India coronavirus numbers explained, Nov 20: After 47 days, more new cases than recoveries

India coronavirus numbers explained: The result was a minor increase in the number of active cases, which has been falling steadily for almost two months now.

India coronavirus numbers explained: After 47 days, India on Thursday reported more number of new cases of coronavirus infection than those who were declared to have recovered from the disease. The result was a minor increase in the number of active cases, which has been falling steadily for almost two months now.

A total of 45,882 new cases were detected on Thursday, slightly higher than the 44,807 who were declared to have recovered.

Recoveries exceeding detection of new cases is the clearest sign that the spread of the disease is being contained, if the trend is maintained over a long time. In India, this trend has been holding since the third week of September, almost two months now. There is no guarantee that the number of new cases would not rise again, as has happened in the United States and Europe, and even in Delhi and Kerala, which are all experiencing second or third wave of infections. But till the time this trend holds, it gives much-needed breathing space to healthcare authorities, because the number of active cases begins to go down. It also provides hope to people that if they continue to take protective measures, they could keep the disease at bay.

In India, active Covid-19 cases have become less than half of what it was two months ago. This is all the more remarkable since the reduction has happened during the festival season, and has also survived a state election in Bihar.

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The break in the trend, as happened on Thursday, can only be seen as an aberration right now. Daily data released by the state governments are not uniform. They do not necessarily contain numbers only from the day these are released. For example, many states release their data in early afternoon, and most probably have numbers from the previous day. Also, there is a lag in every stage of reporting, because of which there is a delay of two to three days, sometimes even more, before a case gets reported. That is why, it is much better to look at trends than at individual day’s data to get a more accurate picture.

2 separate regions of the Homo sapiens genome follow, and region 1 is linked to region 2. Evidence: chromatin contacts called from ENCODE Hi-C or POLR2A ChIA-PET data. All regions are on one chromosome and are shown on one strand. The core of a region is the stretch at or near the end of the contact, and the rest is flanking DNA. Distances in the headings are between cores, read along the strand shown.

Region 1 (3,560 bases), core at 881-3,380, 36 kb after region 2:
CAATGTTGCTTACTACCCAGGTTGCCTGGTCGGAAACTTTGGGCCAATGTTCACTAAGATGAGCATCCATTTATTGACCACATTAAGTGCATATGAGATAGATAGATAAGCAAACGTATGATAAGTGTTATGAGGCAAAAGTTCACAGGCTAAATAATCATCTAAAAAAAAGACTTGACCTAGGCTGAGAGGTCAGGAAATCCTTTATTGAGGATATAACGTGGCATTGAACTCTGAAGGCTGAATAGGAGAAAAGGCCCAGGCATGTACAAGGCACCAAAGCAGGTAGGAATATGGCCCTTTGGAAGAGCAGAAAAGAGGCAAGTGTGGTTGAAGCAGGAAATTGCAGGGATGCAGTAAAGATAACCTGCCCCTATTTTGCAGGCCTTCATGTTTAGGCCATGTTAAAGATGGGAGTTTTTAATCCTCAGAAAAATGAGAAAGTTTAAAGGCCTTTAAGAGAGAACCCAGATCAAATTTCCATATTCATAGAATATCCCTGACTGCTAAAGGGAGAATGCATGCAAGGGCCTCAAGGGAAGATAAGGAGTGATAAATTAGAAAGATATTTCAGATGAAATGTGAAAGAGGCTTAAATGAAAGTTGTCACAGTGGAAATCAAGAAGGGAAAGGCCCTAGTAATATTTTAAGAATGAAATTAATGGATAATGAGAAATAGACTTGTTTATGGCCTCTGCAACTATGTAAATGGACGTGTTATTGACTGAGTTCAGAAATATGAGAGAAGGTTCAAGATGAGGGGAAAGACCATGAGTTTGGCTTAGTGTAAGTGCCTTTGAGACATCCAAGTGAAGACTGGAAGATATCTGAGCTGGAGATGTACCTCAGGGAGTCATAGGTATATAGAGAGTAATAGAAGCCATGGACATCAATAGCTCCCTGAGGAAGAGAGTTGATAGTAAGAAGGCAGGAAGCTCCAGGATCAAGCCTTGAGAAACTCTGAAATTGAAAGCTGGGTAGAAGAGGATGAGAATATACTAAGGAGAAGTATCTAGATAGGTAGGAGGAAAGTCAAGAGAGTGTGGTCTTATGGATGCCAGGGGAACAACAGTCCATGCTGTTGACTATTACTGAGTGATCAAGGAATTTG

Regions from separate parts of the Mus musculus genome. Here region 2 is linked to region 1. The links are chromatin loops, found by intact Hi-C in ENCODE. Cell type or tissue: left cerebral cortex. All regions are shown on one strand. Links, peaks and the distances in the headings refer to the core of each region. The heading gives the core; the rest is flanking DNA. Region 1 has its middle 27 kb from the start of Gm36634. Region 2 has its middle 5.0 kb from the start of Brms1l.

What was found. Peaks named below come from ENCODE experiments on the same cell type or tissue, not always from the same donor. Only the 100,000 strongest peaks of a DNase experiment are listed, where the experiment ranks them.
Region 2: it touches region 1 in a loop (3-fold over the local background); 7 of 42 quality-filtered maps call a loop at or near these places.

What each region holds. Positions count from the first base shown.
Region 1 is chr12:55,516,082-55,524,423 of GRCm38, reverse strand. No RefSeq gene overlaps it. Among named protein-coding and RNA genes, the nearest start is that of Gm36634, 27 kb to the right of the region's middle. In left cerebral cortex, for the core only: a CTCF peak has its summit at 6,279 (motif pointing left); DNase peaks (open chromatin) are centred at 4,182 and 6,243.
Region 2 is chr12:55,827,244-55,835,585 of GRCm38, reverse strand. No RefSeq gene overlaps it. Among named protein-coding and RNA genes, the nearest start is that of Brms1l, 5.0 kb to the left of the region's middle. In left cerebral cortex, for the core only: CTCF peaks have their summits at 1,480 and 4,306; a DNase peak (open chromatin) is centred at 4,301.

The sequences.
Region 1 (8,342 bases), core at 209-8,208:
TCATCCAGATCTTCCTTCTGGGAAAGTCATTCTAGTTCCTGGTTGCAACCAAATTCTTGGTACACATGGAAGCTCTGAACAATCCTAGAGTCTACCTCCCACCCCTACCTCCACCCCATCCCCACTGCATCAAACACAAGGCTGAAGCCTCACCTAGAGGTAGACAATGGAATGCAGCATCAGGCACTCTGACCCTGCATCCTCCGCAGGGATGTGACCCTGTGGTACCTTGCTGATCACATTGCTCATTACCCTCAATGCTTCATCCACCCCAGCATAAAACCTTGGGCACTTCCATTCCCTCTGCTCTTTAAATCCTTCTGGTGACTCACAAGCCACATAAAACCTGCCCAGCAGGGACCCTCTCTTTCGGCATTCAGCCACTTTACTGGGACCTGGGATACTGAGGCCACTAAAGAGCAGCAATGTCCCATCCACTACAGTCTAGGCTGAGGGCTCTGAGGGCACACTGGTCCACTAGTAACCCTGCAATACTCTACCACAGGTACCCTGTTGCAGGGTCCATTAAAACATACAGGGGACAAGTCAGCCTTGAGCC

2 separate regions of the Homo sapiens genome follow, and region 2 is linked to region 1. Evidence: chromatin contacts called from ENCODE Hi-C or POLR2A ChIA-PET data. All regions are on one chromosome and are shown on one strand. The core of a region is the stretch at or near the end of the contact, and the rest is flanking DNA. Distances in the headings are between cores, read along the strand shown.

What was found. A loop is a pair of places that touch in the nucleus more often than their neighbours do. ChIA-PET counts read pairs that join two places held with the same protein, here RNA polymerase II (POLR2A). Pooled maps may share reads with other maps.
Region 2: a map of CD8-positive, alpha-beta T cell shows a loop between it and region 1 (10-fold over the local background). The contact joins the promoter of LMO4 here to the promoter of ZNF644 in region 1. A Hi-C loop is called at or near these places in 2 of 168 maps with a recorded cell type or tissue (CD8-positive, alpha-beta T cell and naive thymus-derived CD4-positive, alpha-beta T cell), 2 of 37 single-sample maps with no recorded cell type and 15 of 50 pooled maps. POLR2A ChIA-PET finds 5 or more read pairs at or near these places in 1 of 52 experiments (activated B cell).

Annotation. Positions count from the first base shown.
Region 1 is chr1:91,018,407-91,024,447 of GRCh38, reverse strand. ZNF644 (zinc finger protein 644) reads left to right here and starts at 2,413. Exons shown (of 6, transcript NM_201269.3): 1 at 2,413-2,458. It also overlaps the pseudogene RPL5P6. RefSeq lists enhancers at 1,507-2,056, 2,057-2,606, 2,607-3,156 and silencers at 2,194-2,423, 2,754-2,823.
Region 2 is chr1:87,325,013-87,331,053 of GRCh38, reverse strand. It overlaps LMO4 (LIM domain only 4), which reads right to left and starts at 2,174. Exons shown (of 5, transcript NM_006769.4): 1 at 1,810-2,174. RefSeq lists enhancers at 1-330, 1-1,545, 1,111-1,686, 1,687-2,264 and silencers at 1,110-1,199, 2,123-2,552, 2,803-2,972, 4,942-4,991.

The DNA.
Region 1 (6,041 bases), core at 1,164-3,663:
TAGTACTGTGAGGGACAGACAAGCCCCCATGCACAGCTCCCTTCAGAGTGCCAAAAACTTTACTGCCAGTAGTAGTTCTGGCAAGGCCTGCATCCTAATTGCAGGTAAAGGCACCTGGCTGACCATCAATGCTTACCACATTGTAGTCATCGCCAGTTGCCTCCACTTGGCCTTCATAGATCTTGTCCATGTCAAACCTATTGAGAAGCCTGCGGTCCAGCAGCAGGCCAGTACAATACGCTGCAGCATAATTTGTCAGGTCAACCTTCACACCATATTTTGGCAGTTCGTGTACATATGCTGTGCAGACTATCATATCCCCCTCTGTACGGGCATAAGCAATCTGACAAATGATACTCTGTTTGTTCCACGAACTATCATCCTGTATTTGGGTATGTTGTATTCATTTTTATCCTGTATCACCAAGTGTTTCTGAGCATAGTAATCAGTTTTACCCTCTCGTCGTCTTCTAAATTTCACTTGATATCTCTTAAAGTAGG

With Thursday’s addition of nearly 46,000 new cases, the total number of confirmed infections in the country has crossed the 90-lakh mark. Of these, more than 84.28 lakh, or nearly 94 per cent, have recovered from the disease, while over 1.32 lakh patients have died.

Delhi and Kerala continue to contribute the maximum number of Covid cases in the country. On Thursday, Delhi reported over 7,500 new cases, while Kerala had about 5,700.

Meanwhile, a new study in Pune has come up with an interesting finding. Almost 85 per cent of the people who were found infected in five areas of the city in a serosurvey conducted three months earlier, have now been confirmed to have developed ‘protective’ antibodies. This means that nearly 85 per cent of those who had been infected in these areas developed immunity against the disease.

Serosurveys estimate the spread of a disease in a population group by trying to detect the presence of disease-specific antibodies in the surveyed people. But everyone who has developed antibodies is not guaranteed immunity against the disease. Immunity comes from the presence of what are known as ‘protective’ or ‘neutralising’ antibodies, a small subset of the antibodies.

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The Pune study was the first exercise in which the results of a serosurvey were followed up with an attempt to assess the level of ‘protective’ antibodies in the population group. Read together with the results of the serosurvey conducted in July and August, this means that of the nearly 51 per cent of the population that had already been infected with the virus by that time, about 85 per cent had gained immunity against future infection. 📣 Express Explained is now on Telegram

It is not clear how long would these people remain protected from further infection. That is still an open question. But this is the first documented case in the country in which disease prevalence had become so widespread that the concept of herd immunity could be seen to be playing out in small measure. The areas in Pune which were found to have the highest disease prevalence during the serosurvey were subsequently seen to have a much lower rate of incidence of new cases.

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